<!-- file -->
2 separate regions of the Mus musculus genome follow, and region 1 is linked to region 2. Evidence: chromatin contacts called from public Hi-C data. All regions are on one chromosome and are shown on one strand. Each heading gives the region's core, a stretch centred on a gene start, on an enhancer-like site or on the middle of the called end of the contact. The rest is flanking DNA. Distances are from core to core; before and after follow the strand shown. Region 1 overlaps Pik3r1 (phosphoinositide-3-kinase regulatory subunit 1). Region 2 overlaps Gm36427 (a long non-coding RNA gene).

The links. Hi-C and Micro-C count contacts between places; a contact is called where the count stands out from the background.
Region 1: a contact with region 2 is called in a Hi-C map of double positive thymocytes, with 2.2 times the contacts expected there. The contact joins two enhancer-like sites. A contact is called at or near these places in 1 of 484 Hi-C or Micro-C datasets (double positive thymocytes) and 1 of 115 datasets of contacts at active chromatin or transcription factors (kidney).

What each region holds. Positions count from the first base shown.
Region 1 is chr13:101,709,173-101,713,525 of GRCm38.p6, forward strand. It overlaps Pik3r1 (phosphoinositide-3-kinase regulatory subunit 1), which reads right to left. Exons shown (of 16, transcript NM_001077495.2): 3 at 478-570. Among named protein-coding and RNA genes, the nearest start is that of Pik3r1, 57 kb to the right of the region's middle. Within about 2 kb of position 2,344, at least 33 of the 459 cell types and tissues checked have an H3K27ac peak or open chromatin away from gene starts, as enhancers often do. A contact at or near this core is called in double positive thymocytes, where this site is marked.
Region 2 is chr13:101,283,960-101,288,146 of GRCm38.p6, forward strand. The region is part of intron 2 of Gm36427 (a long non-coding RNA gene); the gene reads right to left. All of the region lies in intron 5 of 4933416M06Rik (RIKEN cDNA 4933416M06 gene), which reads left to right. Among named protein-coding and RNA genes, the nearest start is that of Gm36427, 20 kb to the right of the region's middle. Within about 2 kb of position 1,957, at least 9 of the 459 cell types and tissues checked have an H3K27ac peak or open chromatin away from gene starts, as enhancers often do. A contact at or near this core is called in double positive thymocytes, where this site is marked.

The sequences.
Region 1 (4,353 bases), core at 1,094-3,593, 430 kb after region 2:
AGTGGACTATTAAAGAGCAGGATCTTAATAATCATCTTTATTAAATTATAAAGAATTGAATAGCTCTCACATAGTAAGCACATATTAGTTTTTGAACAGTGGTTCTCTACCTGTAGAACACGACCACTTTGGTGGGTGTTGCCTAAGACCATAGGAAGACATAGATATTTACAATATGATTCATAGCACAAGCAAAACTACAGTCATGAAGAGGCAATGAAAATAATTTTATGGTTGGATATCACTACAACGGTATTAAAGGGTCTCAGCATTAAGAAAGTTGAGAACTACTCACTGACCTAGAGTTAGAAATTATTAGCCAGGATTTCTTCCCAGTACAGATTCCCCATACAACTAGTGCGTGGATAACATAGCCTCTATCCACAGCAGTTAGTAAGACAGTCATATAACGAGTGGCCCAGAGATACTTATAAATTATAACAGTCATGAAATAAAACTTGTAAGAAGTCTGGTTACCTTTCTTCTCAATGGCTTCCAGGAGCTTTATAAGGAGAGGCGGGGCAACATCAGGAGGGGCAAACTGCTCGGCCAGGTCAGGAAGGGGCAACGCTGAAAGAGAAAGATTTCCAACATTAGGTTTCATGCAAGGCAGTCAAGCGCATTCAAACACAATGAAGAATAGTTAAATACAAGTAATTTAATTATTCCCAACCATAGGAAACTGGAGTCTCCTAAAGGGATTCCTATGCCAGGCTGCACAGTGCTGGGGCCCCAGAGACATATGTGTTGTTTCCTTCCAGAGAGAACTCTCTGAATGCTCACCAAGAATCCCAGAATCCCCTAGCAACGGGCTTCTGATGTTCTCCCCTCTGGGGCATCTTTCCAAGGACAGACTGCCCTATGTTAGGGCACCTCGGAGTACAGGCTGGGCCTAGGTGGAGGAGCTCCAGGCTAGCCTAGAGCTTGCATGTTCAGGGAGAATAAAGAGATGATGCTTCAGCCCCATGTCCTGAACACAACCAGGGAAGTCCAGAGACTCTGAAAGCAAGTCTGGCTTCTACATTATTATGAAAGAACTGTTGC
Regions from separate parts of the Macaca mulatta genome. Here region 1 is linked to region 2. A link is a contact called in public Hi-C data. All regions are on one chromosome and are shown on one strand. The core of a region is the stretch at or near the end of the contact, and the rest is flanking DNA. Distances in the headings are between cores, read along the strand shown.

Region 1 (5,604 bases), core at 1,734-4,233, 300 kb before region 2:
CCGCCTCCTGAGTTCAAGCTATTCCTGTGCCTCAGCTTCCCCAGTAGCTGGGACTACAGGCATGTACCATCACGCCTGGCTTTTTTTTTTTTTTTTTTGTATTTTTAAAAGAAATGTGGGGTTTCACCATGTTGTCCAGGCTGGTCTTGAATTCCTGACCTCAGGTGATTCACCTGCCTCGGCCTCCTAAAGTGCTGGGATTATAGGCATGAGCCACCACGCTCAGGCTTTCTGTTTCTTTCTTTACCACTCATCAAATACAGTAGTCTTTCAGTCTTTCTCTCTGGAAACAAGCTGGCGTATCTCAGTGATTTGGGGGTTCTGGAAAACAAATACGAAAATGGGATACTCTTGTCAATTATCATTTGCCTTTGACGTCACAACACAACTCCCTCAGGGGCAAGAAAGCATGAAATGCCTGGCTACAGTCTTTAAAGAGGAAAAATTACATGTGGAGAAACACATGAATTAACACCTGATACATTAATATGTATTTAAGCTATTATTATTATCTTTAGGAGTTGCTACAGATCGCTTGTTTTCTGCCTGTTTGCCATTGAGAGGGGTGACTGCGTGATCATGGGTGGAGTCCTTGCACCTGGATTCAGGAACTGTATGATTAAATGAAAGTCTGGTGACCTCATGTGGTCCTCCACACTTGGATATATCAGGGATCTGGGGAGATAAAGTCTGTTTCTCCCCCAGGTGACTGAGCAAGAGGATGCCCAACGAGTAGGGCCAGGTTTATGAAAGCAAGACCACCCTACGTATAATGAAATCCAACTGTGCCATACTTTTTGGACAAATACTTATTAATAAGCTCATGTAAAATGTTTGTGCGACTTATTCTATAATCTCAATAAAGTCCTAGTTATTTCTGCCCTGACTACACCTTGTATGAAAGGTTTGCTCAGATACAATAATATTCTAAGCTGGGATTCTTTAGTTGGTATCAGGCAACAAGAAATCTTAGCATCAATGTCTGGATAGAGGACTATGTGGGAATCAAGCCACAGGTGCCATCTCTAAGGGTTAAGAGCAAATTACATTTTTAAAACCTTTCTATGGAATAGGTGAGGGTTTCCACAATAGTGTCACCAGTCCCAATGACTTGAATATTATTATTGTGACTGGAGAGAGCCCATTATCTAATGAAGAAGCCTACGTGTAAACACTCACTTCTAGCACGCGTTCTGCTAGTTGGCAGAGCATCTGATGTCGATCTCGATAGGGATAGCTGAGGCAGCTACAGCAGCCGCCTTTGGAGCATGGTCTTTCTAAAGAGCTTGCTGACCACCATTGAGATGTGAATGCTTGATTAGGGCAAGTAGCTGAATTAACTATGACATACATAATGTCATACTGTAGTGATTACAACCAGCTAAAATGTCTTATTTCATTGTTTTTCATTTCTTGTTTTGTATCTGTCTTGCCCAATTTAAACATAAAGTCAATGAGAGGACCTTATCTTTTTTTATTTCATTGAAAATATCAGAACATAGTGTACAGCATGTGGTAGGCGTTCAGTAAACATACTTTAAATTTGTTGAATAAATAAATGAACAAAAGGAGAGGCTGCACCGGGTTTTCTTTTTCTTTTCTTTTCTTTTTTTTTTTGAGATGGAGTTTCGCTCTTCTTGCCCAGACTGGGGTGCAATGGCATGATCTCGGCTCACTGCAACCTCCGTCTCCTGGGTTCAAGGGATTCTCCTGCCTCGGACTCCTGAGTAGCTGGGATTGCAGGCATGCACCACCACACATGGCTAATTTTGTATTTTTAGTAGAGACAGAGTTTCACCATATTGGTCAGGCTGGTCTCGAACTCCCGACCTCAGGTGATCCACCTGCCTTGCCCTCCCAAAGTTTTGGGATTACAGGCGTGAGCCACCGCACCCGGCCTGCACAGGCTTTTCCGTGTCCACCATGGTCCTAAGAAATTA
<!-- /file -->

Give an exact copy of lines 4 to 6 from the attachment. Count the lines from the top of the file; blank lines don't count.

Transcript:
What each region holds. Positions count from the first base shown.
Region 1 is chr13:101,709,173-101,713,525 of GRCm38.p6, forward strand. It overlaps Pik3r1 (phosphoinositide-3-kinase regulatory subunit 1), which reads right to left. Exons shown (of 16, transcript NM_001077495.2): 3 at 478-570. Among named protein-coding and RNA genes, the nearest start is that of Pik3r1, 57 kb to the right of the region's middle. Within about 2 kb of position 2,344, at least 33 of the 459 cell types and tissues checked have an H3K27ac peak or open chromatin away from gene starts, as enhancers often do. A contact at or near this core is called in double positive thymocytes, where this site is marked.
Region 2 is chr13:101,283,960-101,288,146 of GRCm38.p6, forward strand. The region is part of intron 2 of Gm36427 (a long non-coding RNA gene); the gene reads right to left. All of the region lies in intron 5 of 4933416M06Rik (RIKEN cDNA 4933416M06 gene), which reads left to right. Among named protein-coding and RNA genes, the nearest start is that of Gm36427, 20 kb to the right of the region's middle. Within about 2 kb of position 1,957, at least 9 of the 459 cell types and tissues checked have an H3K27ac peak or open chromatin away from gene starts, as enhancers often do. A contact at or near this core is called in double positive thymocytes, where this site is marked.